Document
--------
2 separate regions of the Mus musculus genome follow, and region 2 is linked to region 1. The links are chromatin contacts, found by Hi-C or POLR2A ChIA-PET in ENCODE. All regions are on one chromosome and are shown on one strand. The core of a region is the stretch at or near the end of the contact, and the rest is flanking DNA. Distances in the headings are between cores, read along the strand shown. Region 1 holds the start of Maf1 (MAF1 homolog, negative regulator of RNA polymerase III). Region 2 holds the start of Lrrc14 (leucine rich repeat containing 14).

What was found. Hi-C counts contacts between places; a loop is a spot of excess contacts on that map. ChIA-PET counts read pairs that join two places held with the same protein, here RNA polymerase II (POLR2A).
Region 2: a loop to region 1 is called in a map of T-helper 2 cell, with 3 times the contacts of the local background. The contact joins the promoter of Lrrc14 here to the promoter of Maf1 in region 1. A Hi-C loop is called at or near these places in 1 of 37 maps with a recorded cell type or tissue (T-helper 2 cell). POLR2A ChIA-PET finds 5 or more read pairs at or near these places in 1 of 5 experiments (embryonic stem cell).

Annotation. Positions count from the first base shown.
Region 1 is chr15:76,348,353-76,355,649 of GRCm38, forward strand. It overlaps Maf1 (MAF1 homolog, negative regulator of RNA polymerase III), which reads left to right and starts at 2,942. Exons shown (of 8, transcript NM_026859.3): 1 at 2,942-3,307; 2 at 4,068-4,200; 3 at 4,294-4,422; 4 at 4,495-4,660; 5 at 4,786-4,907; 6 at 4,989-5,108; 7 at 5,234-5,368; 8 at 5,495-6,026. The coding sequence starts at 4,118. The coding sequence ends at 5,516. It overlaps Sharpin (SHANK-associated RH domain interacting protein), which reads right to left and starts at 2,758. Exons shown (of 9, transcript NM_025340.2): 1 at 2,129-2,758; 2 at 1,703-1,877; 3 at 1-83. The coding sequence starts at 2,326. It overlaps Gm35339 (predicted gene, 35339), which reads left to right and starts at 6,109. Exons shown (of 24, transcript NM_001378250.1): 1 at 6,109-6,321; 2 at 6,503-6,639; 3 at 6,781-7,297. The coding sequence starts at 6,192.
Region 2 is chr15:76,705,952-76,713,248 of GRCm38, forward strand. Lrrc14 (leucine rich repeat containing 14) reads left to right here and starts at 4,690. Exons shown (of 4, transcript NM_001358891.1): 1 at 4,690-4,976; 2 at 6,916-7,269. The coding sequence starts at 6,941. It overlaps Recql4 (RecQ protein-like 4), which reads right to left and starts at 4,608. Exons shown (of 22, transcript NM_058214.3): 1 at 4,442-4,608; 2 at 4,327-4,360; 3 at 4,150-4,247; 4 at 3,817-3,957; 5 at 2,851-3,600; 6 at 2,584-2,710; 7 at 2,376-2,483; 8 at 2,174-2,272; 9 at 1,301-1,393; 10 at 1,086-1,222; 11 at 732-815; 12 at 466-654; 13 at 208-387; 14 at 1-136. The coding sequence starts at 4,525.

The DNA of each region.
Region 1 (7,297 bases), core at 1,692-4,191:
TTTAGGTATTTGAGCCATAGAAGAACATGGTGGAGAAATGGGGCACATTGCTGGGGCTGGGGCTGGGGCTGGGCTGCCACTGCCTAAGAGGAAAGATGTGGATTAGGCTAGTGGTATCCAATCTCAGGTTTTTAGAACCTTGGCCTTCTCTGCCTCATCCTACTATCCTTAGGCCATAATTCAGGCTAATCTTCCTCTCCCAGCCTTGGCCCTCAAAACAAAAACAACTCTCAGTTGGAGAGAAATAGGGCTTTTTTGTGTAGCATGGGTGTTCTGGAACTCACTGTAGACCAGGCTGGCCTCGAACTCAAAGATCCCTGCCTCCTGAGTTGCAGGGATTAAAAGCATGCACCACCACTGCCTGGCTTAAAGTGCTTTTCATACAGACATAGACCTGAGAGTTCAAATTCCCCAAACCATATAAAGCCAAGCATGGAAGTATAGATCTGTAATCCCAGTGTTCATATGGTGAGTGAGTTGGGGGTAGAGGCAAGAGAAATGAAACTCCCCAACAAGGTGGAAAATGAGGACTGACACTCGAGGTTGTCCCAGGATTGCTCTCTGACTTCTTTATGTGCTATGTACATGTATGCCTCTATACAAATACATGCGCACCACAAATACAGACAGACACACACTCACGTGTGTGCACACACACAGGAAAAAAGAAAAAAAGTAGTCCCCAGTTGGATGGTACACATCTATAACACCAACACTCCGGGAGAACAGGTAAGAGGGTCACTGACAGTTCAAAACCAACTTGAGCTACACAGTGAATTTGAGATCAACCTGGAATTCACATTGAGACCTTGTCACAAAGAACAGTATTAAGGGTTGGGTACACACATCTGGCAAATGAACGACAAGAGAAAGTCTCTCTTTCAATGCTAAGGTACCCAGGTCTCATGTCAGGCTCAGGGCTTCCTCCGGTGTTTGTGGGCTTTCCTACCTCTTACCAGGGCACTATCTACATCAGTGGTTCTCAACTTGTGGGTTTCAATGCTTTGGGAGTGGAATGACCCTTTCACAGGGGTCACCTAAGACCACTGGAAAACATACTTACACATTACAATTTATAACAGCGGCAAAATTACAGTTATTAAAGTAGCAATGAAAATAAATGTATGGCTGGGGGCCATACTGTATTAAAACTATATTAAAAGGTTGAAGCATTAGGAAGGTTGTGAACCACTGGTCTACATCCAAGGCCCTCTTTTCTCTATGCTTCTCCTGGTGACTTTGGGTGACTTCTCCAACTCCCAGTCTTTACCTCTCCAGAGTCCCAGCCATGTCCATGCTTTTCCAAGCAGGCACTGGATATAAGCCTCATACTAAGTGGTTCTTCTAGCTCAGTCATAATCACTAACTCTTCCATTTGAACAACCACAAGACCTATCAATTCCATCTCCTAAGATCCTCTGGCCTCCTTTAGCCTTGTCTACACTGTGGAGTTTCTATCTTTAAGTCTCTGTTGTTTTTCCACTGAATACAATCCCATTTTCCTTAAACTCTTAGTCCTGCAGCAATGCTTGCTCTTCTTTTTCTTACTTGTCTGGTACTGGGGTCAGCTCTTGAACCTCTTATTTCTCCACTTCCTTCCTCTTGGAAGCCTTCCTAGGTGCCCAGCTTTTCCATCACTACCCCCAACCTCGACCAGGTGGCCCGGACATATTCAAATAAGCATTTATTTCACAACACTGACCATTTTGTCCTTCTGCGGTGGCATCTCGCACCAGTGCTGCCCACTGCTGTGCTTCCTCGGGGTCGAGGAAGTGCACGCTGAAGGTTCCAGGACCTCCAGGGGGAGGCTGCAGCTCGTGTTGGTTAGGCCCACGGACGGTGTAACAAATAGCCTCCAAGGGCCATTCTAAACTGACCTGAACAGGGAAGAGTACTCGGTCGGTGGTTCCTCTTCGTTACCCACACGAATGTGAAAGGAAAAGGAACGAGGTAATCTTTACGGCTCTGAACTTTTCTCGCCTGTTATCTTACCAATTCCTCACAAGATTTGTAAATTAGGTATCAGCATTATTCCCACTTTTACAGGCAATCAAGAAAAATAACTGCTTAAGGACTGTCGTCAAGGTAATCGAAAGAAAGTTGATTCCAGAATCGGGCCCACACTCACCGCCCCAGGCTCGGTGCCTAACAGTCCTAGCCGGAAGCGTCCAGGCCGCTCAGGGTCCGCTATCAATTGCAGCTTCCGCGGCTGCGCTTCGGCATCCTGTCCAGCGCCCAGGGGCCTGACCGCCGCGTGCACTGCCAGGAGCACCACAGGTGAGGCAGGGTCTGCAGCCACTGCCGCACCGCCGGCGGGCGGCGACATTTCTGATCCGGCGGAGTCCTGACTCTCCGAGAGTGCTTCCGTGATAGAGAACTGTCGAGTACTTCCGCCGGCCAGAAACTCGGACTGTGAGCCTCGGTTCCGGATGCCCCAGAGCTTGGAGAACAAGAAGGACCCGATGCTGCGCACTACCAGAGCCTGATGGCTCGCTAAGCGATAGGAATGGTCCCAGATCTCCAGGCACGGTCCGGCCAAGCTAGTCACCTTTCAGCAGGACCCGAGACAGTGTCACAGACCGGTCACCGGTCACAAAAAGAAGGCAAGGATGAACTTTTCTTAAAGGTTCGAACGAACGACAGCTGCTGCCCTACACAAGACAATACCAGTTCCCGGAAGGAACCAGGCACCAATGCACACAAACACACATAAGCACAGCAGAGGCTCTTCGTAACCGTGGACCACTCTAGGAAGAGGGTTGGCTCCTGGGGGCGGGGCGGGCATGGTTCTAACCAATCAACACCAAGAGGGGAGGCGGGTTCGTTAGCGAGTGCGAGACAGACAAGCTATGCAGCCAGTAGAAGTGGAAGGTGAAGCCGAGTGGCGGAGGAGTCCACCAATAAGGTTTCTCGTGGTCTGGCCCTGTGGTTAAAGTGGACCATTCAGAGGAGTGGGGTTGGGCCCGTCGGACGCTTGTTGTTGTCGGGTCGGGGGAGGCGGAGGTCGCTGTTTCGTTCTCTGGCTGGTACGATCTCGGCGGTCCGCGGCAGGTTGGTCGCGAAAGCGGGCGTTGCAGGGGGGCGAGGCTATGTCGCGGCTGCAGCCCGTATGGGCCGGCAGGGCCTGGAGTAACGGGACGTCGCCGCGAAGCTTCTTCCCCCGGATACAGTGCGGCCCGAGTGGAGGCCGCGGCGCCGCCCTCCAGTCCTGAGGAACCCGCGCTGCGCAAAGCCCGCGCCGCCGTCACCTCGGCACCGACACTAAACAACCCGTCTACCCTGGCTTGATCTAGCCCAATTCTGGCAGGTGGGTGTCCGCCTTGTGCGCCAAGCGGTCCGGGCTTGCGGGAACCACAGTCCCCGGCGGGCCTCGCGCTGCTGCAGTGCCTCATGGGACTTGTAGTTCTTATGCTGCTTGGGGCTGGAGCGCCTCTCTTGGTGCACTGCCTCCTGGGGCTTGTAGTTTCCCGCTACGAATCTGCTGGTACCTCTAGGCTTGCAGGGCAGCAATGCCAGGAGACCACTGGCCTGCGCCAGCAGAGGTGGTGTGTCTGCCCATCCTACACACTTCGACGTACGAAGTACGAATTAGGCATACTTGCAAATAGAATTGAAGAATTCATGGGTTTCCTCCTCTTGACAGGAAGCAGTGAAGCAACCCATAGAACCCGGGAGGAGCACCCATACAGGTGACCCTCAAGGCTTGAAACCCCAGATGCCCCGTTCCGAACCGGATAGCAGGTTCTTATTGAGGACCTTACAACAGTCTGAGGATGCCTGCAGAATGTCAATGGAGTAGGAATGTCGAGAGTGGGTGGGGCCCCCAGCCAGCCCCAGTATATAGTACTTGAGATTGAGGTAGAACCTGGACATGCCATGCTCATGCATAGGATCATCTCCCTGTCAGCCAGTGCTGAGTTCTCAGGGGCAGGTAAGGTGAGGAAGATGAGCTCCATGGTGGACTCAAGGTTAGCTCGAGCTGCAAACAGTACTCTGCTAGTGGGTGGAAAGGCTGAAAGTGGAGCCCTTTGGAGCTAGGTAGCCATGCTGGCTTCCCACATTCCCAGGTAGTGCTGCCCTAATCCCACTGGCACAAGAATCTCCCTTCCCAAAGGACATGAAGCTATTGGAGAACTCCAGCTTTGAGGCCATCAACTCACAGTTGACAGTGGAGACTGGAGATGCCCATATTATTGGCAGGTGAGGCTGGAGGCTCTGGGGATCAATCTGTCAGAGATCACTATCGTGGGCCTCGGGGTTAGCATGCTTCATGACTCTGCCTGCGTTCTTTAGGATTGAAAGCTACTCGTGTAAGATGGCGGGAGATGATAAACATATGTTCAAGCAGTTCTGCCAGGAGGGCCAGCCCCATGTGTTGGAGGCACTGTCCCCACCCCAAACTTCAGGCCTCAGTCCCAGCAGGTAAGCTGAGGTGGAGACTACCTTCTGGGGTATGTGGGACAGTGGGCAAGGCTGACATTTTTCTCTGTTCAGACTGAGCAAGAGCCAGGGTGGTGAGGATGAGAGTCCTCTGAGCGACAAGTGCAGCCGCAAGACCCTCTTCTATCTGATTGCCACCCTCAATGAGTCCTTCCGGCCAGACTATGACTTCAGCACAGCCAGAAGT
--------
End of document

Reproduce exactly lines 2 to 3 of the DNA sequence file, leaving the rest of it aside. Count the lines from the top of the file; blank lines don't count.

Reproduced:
What was found. Hi-C counts contacts between places; a loop is a spot of excess contacts on that map. ChIA-PET counts read pairs that join two places held with the same protein, here RNA polymerase II (POLR2A).
Region 2: a loop to region 1 is called in a map of T-helper 2 cell, with 3 times the contacts of the local background. The contact joins the promoter of Lrrc14 here to the promoter of Maf1 in region 1. A Hi-C loop is called at or near these places in 1 of 37 maps with a recorded cell type or tissue (T-helper 2 cell). POLR2A ChIA-PET finds 5 or more read pairs at or near these places in 1 of 5 experiments (embryonic stem cell).